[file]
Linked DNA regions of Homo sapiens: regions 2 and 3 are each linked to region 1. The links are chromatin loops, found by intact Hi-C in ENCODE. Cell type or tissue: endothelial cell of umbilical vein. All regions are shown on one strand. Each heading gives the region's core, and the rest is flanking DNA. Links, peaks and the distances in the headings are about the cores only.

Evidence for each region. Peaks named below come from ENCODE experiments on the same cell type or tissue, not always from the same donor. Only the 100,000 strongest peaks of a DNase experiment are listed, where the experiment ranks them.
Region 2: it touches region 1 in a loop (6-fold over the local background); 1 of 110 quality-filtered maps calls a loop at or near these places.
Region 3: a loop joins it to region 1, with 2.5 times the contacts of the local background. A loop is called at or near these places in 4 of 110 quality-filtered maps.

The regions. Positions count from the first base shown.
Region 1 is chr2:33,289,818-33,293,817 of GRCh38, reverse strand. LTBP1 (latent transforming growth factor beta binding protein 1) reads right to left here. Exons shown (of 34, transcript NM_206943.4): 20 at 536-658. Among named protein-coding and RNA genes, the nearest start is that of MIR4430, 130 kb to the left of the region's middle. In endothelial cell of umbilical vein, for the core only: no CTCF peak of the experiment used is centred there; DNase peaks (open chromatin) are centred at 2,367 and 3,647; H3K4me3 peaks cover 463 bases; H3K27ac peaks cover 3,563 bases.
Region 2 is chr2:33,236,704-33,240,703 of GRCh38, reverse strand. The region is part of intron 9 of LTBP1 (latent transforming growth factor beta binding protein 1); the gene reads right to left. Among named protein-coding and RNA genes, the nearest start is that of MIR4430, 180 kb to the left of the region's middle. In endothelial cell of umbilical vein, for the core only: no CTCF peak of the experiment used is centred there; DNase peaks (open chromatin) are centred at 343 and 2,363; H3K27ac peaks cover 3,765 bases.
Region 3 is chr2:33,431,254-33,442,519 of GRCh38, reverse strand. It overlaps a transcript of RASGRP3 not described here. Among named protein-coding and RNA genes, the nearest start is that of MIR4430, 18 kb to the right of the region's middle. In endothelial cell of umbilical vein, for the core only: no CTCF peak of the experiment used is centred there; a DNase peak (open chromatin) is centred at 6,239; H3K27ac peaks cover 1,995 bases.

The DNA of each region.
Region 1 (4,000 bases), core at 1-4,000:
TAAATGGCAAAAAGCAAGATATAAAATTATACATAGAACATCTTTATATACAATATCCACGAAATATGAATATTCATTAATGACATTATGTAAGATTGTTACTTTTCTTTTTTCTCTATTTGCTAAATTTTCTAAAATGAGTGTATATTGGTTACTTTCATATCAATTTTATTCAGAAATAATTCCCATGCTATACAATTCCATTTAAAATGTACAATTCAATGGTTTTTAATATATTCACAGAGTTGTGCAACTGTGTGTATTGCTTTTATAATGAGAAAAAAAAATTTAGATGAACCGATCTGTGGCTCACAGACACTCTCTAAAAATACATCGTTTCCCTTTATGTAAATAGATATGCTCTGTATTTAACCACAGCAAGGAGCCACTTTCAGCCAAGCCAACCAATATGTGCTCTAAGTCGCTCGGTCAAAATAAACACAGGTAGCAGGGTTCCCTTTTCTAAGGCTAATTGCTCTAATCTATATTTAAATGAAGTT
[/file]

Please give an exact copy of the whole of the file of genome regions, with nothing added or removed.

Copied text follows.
Linked DNA regions of Homo sapiens: regions 2 and 3 are each linked to region 1. The links are chromatin loops, found by intact Hi-C in ENCODE. Cell type or tissue: endothelial cell of umbilical vein. All regions are shown on one strand. Each heading gives the region's core, and the rest is flanking DNA. Links, peaks and the distances in the headings are about the cores only.

Evidence for each region. Peaks named below come from ENCODE experiments on the same cell type or tissue, not always from the same donor. Only the 100,000 strongest peaks of a DNase experiment are listed, where the experiment ranks them.
Region 2: it touches region 1 in a loop (6-fold over the local background); 1 of 110 quality-filtered maps calls a loop at or near these places.
Region 3: a loop joins it to region 1, with 2.5 times the contacts of the local background. A loop is called at or near these places in 4 of 110 quality-filtered maps.

The regions. Positions count from the first base shown.
Region 1 is chr2:33,289,818-33,293,817 of GRCh38, reverse strand. LTBP1 (latent transforming growth factor beta binding protein 1) reads right to left here. Exons shown (of 34, transcript NM_206943.4): 20 at 536-658. Among named protein-coding and RNA genes, the nearest start is that of MIR4430, 130 kb to the left of the region's middle. In endothelial cell of umbilical vein, for the core only: no CTCF peak of the experiment used is centred there; DNase peaks (open chromatin) are centred at 2,367 and 3,647; H3K4me3 peaks cover 463 bases; H3K27ac peaks cover 3,563 bases.
Region 2 is chr2:33,236,704-33,240,703 of GRCh38, reverse strand. The region is part of intron 9 of LTBP1 (latent transforming growth factor beta binding protein 1); the gene reads right to left. Among named protein-coding and RNA genes, the nearest start is that of MIR4430, 180 kb to the left of the region's middle. In endothelial cell of umbilical vein, for the core only: no CTCF peak of the experiment used is centred there; DNase peaks (open chromatin) are centred at 343 and 2,363; H3K27ac peaks cover 3,765 bases.
Region 3 is chr2:33,431,254-33,442,519 of GRCh38, reverse strand. It overlaps a transcript of RASGRP3 not described here. Among named protein-coding and RNA genes, the nearest start is that of MIR4430, 18 kb to the right of the region's middle. In endothelial cell of umbilical vein, for the core only: no CTCF peak of the experiment used is centred there; a DNase peak (open chromatin) is centred at 6,239; H3K27ac peaks cover 1,995 bases.

The DNA of each region.
Region 1 (4,000 bases), core at 1-4,000:
TAAATGGCAAAAAGCAAGATATAAAATTATACATAGAACATCTTTATATACAATATCCACGAAATATGAATATTCATTAATGACATTATGTAAGATTGTTACTTTTCTTTTTTCTCTATTTGCTAAATTTTCTAAAATGAGTGTATATTGGTTACTTTCATATCAATTTTATTCAGAAATAATTCCCATGCTATACAATTCCATTTAAAATGTACAATTCAATGGTTTTTAATATATTCACAGAGTTGTGCAACTGTGTGTATTGCTTTTATAATGAGAAAAAAAAATTTAGATGAACCGATCTGTGGCTCACAGACACTCTCTAAAAATACATCGTTTCCCTTTATGTAAATAGATATGCTCTGTATTTAACCACAGCAAGGAGCCACTTTCAGCCAAGCCAACCAATATGTGCTCTAAGTCGCTCGGTCAAAATAAACACAGGTAGCAGGGTTCCCTTTTCTAAGGCTAATTGCTCTAATCTATATTTAAATGAAGTT